When I attended, there were around 11,000 students at any given time. Attendance has since fallen to 7,500 (a 7.1% increase from the previous year). Carman Hall, where I lived my freshman year, was closed due to budget cuts and falling enrollment. This has been devastating to the local community, which was already struggling when I was there. On return trips to Charleston, I’m saddened to see all the abandoned buildings and empty storefronts.
So this series is meant to not only share some of my own history, but preserve these memories of a rapidly vanishing past. Hopefully there are readers out there who have their own memories of these places and events. Feel free to leave a comment with your own stories. Why start with Friends & Co.? It seems as good a place as any.
Friends & Co. used to be located at 509 Van Buren Avenue, a few blocks south of the Charleston town square. It was attached to a music venue called The Cellar. It opened in the early 1980s (I think), and the owner was a schoolteacher named David Gherardini. My impression was Friends & Co. attracted an intellectual crowd. It was a bar for English and Philosophy majors, and this review on Yelp from Sean R. confirms my impressions:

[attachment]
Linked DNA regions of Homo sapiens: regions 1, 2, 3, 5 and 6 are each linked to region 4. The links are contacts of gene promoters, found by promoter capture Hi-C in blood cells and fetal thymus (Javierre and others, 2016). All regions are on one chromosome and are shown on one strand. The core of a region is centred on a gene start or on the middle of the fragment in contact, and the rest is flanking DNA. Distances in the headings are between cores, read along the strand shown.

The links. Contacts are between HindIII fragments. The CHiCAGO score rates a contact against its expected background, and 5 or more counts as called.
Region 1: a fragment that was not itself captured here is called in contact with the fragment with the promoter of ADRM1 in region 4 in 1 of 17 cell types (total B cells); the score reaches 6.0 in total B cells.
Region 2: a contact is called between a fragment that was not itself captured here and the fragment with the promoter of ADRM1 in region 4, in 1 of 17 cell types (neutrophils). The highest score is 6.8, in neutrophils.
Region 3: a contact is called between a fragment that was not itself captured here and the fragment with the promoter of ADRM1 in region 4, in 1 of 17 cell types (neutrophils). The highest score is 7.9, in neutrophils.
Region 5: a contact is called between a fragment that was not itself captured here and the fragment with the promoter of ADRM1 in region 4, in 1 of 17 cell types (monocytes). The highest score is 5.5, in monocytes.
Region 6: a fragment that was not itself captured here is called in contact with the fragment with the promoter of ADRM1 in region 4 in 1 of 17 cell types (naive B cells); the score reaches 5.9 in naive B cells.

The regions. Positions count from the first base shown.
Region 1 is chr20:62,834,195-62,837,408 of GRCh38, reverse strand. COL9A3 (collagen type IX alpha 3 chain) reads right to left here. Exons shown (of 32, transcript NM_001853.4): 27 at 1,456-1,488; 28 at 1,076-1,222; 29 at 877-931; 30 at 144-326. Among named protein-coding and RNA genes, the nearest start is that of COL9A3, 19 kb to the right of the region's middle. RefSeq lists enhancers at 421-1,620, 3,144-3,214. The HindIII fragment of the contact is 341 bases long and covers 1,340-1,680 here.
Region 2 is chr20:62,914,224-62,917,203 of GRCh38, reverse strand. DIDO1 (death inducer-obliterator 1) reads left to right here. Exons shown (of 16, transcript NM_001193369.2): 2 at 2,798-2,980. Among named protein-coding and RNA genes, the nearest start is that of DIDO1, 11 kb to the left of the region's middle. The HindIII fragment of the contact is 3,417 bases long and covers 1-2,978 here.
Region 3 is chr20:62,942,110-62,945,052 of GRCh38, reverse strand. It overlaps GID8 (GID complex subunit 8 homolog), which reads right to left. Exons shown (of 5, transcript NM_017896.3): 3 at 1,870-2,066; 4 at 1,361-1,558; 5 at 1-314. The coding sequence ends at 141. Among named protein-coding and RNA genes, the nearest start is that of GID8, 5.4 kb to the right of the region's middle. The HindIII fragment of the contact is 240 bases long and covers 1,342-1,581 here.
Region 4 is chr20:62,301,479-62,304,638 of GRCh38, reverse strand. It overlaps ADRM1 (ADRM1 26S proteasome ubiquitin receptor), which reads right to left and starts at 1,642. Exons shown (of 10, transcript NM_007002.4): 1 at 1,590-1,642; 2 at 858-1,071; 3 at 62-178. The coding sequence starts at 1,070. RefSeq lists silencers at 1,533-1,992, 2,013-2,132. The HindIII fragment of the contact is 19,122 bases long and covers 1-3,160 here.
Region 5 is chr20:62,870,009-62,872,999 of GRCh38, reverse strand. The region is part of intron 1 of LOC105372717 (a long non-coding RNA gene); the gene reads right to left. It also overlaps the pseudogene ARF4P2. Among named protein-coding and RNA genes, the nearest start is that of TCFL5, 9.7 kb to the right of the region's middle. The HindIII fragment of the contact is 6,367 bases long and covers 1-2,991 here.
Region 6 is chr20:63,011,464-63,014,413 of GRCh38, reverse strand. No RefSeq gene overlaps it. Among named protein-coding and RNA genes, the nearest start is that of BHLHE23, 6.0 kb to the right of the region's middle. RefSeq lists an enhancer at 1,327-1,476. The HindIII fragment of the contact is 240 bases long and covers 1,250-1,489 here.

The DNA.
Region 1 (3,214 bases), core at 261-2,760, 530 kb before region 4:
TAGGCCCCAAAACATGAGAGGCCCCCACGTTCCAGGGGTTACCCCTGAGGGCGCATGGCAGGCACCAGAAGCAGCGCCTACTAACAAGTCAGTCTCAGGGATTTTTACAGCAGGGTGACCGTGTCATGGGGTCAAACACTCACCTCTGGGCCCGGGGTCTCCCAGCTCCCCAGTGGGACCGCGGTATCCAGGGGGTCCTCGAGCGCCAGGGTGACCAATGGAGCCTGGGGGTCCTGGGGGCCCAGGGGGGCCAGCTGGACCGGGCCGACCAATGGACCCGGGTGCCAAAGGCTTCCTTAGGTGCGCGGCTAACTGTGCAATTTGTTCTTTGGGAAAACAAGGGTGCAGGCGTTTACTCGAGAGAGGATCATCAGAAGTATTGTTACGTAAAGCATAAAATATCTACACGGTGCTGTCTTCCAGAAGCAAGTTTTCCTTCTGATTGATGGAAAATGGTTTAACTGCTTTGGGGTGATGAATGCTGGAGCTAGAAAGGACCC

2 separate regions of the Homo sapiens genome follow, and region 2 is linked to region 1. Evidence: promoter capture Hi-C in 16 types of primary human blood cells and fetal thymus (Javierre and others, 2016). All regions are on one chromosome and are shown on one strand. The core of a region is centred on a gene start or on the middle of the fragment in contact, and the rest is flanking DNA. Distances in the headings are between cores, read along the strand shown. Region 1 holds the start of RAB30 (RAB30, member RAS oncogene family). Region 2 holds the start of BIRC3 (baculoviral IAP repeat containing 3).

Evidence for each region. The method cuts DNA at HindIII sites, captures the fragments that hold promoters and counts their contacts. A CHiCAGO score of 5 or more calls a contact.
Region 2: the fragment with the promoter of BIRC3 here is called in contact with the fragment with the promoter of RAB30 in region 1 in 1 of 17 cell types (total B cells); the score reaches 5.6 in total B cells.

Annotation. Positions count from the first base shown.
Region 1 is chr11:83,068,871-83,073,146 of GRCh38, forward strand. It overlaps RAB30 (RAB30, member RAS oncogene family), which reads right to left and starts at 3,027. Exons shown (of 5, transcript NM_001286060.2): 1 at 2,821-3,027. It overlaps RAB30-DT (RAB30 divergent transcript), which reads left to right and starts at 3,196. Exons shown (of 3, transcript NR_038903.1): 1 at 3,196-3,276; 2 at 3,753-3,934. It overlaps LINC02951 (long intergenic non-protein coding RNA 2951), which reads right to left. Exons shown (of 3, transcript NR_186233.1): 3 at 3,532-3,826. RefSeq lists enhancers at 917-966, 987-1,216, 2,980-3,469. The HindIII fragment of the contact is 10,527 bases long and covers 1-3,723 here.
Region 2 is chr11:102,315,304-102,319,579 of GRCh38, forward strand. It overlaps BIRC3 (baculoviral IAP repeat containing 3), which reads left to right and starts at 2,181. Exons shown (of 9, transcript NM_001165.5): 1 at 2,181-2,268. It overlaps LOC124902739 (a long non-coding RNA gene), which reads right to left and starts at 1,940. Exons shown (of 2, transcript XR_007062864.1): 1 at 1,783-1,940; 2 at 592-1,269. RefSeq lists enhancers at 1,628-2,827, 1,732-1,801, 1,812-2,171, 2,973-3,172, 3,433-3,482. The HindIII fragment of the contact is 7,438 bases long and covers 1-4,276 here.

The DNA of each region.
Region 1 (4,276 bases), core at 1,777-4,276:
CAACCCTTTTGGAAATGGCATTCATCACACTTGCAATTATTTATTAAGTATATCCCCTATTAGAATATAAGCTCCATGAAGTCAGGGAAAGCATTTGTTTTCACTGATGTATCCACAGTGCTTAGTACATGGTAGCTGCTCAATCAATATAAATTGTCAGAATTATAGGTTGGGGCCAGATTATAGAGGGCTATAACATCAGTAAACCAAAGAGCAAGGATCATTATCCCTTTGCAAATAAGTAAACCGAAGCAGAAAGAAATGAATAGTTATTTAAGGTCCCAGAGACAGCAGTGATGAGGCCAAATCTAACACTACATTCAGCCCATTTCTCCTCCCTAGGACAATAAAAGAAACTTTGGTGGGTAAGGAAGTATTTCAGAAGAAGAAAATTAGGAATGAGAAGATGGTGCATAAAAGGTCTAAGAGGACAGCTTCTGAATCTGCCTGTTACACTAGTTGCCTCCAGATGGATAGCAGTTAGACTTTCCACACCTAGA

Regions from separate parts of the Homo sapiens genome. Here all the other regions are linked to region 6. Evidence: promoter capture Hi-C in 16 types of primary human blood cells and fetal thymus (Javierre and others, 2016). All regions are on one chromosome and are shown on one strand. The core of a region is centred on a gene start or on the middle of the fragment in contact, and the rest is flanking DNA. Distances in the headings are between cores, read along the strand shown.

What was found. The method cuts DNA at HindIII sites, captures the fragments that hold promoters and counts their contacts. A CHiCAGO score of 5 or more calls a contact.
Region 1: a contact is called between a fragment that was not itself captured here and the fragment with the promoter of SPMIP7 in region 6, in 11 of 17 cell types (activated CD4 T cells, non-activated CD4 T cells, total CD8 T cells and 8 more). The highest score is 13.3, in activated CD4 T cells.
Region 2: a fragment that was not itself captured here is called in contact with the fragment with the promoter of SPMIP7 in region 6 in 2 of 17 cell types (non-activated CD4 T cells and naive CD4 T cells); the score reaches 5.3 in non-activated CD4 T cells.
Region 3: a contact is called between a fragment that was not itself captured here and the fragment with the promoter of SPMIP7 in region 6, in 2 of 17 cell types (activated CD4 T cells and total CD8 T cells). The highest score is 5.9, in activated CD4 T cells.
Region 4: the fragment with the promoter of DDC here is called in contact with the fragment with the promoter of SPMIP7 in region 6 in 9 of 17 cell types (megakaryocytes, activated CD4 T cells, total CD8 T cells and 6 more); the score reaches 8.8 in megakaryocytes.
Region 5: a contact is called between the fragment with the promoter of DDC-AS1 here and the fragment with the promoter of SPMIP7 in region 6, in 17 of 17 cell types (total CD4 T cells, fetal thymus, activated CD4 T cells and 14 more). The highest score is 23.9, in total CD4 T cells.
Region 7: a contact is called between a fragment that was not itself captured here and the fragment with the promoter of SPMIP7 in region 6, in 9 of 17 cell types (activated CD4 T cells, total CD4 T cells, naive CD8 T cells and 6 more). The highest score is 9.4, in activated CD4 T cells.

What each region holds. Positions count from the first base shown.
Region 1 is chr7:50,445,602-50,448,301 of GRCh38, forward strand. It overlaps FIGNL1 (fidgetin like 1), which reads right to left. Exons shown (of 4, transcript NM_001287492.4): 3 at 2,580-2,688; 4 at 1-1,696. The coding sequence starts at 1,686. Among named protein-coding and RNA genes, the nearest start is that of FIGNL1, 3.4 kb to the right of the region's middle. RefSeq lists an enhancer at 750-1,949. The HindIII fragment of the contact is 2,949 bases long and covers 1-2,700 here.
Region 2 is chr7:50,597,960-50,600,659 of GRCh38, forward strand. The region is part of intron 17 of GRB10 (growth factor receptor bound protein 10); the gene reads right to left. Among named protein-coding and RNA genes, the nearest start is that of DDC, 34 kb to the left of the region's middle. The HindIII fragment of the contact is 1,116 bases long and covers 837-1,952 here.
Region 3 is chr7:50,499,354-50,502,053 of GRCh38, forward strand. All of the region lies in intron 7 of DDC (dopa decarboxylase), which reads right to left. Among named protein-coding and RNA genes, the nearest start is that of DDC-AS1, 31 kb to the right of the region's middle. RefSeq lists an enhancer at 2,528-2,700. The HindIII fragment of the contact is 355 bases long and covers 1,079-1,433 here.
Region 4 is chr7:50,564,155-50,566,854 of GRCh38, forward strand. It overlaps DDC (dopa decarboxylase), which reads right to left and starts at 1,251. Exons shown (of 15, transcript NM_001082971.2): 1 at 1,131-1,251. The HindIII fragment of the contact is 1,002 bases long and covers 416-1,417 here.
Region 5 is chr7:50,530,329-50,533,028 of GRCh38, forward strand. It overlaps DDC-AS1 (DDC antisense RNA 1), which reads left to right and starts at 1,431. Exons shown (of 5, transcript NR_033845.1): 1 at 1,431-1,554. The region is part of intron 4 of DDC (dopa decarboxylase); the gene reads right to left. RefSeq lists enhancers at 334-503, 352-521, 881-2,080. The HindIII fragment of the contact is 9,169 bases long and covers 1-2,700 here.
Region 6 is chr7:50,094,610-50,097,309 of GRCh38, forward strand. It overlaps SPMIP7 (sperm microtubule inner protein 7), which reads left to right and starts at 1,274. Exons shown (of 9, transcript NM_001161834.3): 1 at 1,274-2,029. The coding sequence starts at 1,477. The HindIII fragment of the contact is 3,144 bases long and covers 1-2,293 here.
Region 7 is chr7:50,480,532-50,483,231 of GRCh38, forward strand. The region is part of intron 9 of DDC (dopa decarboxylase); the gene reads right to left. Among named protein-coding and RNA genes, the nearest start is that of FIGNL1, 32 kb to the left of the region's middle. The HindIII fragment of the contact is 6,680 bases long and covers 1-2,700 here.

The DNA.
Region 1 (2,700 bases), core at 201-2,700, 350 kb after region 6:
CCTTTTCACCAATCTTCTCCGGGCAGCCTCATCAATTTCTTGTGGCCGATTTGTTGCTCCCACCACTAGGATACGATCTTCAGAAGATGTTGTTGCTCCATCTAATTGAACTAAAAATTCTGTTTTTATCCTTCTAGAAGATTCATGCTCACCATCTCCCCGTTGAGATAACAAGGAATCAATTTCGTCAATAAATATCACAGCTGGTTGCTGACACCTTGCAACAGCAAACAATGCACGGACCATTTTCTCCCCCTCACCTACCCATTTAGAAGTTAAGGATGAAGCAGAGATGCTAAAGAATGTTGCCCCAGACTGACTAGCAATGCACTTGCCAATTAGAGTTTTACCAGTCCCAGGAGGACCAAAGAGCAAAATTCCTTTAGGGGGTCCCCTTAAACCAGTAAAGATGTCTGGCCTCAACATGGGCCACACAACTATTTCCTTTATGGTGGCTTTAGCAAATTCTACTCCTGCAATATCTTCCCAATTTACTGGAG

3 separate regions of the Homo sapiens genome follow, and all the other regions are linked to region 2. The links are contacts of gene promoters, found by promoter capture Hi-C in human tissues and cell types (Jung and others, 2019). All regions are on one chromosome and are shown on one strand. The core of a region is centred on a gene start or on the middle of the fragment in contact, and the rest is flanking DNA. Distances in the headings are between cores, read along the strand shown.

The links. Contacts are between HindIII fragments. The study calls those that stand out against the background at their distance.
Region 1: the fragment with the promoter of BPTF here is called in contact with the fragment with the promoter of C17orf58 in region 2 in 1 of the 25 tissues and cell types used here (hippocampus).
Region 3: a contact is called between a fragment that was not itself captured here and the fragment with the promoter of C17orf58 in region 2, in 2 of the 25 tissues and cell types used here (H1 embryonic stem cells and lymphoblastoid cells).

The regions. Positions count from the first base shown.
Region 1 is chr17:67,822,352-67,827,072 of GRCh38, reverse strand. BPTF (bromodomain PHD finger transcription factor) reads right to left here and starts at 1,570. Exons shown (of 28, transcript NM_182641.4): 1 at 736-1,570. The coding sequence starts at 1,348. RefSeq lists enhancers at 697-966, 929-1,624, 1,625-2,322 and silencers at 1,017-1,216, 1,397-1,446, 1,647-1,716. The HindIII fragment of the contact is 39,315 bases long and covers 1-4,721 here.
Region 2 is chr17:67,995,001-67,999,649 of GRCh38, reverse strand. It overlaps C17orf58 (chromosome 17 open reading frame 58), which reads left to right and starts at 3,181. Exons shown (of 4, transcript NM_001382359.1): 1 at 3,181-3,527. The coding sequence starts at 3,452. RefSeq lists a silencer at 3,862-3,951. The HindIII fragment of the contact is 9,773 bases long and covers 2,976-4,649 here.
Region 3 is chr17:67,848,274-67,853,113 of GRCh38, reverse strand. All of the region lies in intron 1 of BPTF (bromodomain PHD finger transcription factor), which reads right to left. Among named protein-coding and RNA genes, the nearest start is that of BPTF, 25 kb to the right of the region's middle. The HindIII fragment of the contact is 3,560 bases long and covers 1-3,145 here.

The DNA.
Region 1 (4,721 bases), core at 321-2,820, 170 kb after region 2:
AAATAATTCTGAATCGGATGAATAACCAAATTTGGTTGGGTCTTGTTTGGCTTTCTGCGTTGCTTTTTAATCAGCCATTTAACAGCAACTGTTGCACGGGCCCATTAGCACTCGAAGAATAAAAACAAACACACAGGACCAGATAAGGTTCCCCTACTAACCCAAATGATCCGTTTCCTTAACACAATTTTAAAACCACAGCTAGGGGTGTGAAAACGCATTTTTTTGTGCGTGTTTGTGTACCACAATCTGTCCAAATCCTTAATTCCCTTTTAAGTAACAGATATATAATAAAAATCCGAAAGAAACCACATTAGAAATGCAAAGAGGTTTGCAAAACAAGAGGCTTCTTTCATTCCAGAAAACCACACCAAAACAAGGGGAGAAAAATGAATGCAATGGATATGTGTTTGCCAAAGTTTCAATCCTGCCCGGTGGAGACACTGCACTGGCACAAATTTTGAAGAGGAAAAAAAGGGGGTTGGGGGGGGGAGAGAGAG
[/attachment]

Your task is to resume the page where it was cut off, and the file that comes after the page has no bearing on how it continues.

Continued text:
Queen’s University at Kingston, Ontario was founded by the Church of Scotland as Queen’s College in October 1841. Queen’s is one of Canada’s oldest degree-granting institutions, predating the country itself by 26 years. With such a long history, rich traditions, and fabled architecture, the university was bound to pick up a ghost or two. Nearly every building on campus has its stories.